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That time Tom Waits taught Bob Dylan how to curse in Yiddish

Tom Waits, whose colorful career in music and entertainment began around 1970, turns 72 today Dec. 7. While he may not be as prolific as he once was as a recording artist, Waits continues to perform and record, and he still shows up in feature films like “Licorice Pizza,” the new Paul Thomas Anderson film starring Sean Penn, Bradley Cooper, Benny Safdie, Maya Rudolph and Alana Haim of the sister singing group Haim. While mainstream commercial success has evaded Waits — whose style is sui generis and more than a bit off-center — he has garnered a cult following as well as the respect of his peers, who have showered him with numerous Grammy Awards and a place in the Rock and Roll Hall of Fame.

Back in the aughts, Bob Dylan hosted a weekly, one-hour satellite radio show called “Theme Time Radio Hour.” The program harked back to the days of freeform radio, featuring an eclectic mix of music, including pre-rock pop, jazz, blues, folk, R&B, country, rockabilly and rock ‘n’ roll, interspersed with musings and commentary by Dylan himself. Dylan recorded 100 episodes of the program between 2006 and 2009 before calling it quits.

The program occasionally featured call-ins from celebrities, usually comedians and musicians. Waits was a frequent guest, appearing at least five times to expound upon various subjects, including passenger pigeons and body parts. One time, and without any explanation, Waits called in (he actually sent Dylan cassette tapes, since the program was prerecorded) to share a list of Jewish curses, which from the sound of them must have begun life as Yiddish aphorisms.

Dylan introduced his special guest thusly: “One guy who’s always got something on his mind is Tom Waits. Let’s hear what he has to say.”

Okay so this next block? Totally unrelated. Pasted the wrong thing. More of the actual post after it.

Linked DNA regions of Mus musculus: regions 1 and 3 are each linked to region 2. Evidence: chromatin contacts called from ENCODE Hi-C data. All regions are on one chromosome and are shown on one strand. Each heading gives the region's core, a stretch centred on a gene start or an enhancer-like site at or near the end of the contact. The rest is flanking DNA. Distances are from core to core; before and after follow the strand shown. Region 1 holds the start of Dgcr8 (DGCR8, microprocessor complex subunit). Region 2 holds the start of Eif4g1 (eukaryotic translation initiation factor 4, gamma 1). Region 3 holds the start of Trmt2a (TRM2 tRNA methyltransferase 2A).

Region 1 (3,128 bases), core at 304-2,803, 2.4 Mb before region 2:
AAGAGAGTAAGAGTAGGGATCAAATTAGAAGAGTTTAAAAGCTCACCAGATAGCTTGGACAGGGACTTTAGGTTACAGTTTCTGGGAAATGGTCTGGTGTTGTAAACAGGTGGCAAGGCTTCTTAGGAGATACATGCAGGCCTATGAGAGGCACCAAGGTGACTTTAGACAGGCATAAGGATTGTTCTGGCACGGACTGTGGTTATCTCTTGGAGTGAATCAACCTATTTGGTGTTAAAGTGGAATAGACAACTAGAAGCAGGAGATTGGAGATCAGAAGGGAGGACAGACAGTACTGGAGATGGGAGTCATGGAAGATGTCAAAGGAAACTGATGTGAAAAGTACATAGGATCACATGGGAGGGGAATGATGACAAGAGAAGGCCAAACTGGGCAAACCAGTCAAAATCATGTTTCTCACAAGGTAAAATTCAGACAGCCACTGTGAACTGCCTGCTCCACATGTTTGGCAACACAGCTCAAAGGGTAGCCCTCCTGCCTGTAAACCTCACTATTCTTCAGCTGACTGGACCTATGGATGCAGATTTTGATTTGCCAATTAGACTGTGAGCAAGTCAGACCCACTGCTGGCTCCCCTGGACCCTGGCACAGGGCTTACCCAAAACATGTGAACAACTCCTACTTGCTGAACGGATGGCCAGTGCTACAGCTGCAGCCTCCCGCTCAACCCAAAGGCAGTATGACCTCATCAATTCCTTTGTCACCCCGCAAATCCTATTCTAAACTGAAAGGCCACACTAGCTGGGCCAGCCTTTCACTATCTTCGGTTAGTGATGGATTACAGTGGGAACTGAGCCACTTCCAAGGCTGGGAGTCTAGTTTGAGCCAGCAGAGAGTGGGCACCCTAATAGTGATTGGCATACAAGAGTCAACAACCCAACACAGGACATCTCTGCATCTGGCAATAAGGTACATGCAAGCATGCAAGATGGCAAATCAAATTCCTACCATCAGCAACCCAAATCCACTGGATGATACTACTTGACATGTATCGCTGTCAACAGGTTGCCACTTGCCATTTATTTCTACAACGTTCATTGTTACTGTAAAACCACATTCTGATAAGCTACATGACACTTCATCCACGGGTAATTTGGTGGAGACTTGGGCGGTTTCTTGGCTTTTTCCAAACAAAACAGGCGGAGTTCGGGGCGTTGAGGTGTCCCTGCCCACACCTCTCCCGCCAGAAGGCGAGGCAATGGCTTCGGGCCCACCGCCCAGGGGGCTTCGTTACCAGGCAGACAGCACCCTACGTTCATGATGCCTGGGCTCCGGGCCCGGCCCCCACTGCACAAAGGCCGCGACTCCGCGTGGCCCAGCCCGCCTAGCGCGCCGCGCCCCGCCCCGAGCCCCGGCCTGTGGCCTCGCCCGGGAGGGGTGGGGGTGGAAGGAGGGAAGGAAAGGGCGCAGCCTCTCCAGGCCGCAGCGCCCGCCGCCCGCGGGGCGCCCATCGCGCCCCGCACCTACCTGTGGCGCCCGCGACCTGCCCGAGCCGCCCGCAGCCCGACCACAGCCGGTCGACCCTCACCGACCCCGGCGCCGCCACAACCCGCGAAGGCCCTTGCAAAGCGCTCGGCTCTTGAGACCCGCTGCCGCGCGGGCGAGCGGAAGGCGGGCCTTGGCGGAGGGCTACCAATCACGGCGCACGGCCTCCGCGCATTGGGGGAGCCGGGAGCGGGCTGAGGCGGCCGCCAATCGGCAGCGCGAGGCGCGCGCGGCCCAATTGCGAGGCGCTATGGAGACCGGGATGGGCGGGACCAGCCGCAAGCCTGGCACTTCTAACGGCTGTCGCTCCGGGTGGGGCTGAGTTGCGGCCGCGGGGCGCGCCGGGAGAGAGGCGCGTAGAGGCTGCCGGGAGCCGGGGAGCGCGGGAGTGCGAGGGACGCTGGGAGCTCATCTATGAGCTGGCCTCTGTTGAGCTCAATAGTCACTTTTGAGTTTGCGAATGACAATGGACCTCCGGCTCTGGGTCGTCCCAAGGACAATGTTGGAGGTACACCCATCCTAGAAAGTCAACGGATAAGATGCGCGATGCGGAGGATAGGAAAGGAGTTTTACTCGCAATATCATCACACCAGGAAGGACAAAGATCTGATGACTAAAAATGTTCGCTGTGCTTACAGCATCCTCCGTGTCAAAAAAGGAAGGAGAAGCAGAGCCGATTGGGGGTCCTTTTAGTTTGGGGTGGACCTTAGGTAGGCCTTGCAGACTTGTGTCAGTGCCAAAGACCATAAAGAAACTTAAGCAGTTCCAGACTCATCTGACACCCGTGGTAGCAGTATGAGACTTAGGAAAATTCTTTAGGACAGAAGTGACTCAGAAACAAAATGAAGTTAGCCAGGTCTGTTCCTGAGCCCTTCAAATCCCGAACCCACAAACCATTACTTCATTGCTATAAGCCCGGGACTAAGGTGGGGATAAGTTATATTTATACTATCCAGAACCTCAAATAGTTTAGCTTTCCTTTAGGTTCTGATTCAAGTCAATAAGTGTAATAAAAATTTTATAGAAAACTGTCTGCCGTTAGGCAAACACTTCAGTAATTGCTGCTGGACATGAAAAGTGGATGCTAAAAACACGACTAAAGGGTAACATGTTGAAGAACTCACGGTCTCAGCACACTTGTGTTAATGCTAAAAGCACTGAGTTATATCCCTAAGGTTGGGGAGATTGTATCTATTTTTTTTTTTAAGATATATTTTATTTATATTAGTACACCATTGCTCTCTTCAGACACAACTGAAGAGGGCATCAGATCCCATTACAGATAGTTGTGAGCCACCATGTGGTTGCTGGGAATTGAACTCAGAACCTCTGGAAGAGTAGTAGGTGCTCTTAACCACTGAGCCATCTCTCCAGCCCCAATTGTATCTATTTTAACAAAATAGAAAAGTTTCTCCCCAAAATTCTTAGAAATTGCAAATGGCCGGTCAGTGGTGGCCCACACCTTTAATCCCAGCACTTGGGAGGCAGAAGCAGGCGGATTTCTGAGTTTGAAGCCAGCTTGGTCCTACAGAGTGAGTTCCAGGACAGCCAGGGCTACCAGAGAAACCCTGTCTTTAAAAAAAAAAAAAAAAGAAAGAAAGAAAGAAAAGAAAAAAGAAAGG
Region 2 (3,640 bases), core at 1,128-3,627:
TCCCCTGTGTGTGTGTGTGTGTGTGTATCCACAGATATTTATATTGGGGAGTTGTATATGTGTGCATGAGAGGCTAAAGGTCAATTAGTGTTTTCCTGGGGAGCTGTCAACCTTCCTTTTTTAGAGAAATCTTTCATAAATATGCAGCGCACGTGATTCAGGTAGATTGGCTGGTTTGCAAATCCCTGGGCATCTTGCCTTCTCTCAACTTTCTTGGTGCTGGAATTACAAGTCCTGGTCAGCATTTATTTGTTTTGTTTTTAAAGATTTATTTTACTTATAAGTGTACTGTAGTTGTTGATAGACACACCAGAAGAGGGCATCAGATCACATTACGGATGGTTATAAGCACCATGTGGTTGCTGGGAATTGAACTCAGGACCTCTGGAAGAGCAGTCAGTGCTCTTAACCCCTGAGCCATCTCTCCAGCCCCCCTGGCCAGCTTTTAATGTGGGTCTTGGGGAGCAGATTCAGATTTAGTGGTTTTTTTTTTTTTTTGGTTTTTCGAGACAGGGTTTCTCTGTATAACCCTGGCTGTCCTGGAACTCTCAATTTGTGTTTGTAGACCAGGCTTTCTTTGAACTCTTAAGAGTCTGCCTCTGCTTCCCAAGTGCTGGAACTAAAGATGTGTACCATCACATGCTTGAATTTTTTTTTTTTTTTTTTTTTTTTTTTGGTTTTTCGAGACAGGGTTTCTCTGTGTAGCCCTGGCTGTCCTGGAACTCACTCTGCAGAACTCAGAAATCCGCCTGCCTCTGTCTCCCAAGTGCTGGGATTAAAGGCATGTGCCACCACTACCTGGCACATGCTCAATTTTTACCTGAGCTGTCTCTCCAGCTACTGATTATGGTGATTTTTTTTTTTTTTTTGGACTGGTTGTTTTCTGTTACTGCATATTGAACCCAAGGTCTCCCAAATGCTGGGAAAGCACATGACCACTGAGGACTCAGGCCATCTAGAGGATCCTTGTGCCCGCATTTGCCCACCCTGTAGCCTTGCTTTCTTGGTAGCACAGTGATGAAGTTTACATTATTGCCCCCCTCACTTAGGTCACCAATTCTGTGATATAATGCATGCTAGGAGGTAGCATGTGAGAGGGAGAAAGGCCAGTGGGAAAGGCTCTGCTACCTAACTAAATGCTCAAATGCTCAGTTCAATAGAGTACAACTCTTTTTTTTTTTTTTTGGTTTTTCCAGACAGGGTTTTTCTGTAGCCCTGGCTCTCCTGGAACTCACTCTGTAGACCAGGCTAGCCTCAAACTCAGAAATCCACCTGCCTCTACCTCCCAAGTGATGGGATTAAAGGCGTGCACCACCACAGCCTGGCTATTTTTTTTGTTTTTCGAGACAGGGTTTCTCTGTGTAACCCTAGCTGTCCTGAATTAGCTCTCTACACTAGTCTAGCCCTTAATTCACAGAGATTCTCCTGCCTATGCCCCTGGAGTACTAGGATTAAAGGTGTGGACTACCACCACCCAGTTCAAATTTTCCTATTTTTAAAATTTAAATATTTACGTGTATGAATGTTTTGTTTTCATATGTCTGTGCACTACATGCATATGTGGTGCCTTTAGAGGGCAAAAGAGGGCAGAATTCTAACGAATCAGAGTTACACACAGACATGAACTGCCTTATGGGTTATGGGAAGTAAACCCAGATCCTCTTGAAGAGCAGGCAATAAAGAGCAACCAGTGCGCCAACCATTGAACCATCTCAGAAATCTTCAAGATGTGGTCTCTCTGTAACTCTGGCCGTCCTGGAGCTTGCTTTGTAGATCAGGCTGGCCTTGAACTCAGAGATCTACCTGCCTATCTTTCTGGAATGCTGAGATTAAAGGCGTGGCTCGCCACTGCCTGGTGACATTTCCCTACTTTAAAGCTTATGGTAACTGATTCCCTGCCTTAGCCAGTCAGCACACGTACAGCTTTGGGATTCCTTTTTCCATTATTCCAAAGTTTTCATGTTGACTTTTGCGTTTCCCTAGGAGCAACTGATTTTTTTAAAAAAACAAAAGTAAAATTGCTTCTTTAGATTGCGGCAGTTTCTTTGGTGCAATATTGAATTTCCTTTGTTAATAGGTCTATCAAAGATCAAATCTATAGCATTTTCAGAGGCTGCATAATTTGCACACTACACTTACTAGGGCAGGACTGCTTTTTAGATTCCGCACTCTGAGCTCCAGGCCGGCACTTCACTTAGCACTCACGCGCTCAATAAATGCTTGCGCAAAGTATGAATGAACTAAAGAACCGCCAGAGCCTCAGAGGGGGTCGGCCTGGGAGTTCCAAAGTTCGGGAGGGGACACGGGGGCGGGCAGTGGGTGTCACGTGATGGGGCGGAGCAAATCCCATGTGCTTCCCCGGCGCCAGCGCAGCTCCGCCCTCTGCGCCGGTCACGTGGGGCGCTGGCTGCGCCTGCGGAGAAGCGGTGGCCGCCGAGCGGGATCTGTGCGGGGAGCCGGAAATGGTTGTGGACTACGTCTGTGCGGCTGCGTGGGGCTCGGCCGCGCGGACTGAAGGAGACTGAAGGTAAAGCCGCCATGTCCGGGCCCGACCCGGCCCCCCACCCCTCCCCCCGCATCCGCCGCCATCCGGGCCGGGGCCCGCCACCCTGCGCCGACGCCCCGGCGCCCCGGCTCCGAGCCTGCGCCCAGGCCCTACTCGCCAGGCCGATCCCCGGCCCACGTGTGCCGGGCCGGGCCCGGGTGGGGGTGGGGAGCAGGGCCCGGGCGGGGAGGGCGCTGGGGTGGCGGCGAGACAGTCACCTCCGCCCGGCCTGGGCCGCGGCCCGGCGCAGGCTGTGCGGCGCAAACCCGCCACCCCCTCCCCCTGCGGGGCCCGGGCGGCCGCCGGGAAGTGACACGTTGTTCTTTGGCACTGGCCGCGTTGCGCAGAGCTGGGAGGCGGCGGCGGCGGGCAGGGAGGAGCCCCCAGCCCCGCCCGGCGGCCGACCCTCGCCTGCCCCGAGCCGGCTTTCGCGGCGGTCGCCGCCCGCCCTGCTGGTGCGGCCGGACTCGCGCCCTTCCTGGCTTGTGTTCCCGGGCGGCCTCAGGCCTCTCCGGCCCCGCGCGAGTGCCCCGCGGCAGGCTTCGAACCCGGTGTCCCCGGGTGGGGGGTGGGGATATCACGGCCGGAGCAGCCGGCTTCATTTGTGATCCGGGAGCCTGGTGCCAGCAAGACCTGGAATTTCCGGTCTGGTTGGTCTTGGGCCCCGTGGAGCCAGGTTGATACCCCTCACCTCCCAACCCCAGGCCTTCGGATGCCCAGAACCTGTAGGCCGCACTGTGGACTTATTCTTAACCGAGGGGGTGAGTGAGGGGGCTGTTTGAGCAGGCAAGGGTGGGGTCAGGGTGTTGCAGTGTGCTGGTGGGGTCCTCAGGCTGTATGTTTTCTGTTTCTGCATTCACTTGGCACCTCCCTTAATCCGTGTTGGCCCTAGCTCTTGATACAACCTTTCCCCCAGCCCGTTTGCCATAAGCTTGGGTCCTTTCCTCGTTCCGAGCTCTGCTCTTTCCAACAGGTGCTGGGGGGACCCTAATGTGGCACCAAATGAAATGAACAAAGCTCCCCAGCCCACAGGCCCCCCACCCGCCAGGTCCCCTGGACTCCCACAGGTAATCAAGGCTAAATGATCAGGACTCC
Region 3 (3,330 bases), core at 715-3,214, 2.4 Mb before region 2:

In his inimitable deep, gravelly voice that exudes the mood of a hangover, Waits — who is not Jewish — said to the future Nobel Prize-winning rock poet:

Hey Bob, it’s Tom. Here’s a little morsel of information. The Jewish people have always had a penchant for colorful cursing. Here are some of the most famous Jewish curses:

May God call the tune, and may your enemies play the music.

May you lose your faith, and may you marry a pious woman.

May all your teeth fall out except one, which should remain for a toothache.

May you grow like an onion with your head in the ground and your feet in the air.

May you have a good long sleep, and may your dreams be only of your troubles.

May you be the proof that man can endure anything.

May your wife eat matzohs in bed and may you roll in the crumbs.

So there.

To which Dylan replied succinctly, “Thanks Tom. That was something else.”

Perhaps it was just coincidence, but Waits’s curses numbered seven in all. Way back in 1963, Dylan wrote a song called “Seven Curses.” The obscure number, written in folk-ballad style, told the story of a cruel hanging judge. Dylan’s seven curses were not funny like Waits’; they were much more grim, more akin to “Chad Gadya” than to the Borscht Belt:

These be seven curses on a judge so cruel:

That one doctor will not save him

That two healers will not heal him

That three eyes will not see him

That four ears will not hear him

That five walls will not hide him

That six diggers will not bury him

And that seven deaths shall never kill him

One thing we do not know is how or why Waits came to know and share those Jewish curses. What we do know is that early in his career, Waits’ manager and publisher was Herb Cohen. David Geffen signed Waits to his first recording contract, with Geffen’s Asylum Records label. Waits and Bette Midler were romantically linked in the mid-to-late 1970s; Waits also dated Jewish comedian Elayne Boosler in the ‘70s.

When Waits moved from Los Angeles to New York City, he befriended Jewish jazz musician John Lurie of the Lounge Lizards, and the duo began sharing a music studio in the Westbeth artist-community building in Greenwich Village. The two also appeared together in “Down By Law, a film by Jim Jarmusch, and Waits was a guest on Lurie’s TV show, “Fishing with John.” The cover of Waits’ 1992 album, “Bone Machine,” was designed by Jesse Dylan, a filmmaker whose father is Waits’ pal Bob. In 2008, Genesis Prize-nominee Scarlett Johansson recorded an entire album of Tom Waits songs called “Anywhere I Lay My Head.”

In January 2008, Waits performed at a benefit for Bet Tzedek Legal Services — The House of Justice, a nonprofit poverty law center, in Los Angeles, founded in 1974 by a group of Jewish attorneys. Their social justice philosophy was rooted in a central tenet of Jewish law and teaching: “Tzedek, tzedek tirdof – Justice, justice you shall pursue.”

So perhaps those Jewish curses were just something Waits picked up along the way.

Seth Rogovoy is a contributing editor at the Forward. He frequently mines popular culture for its lesser-known Jewish stories.

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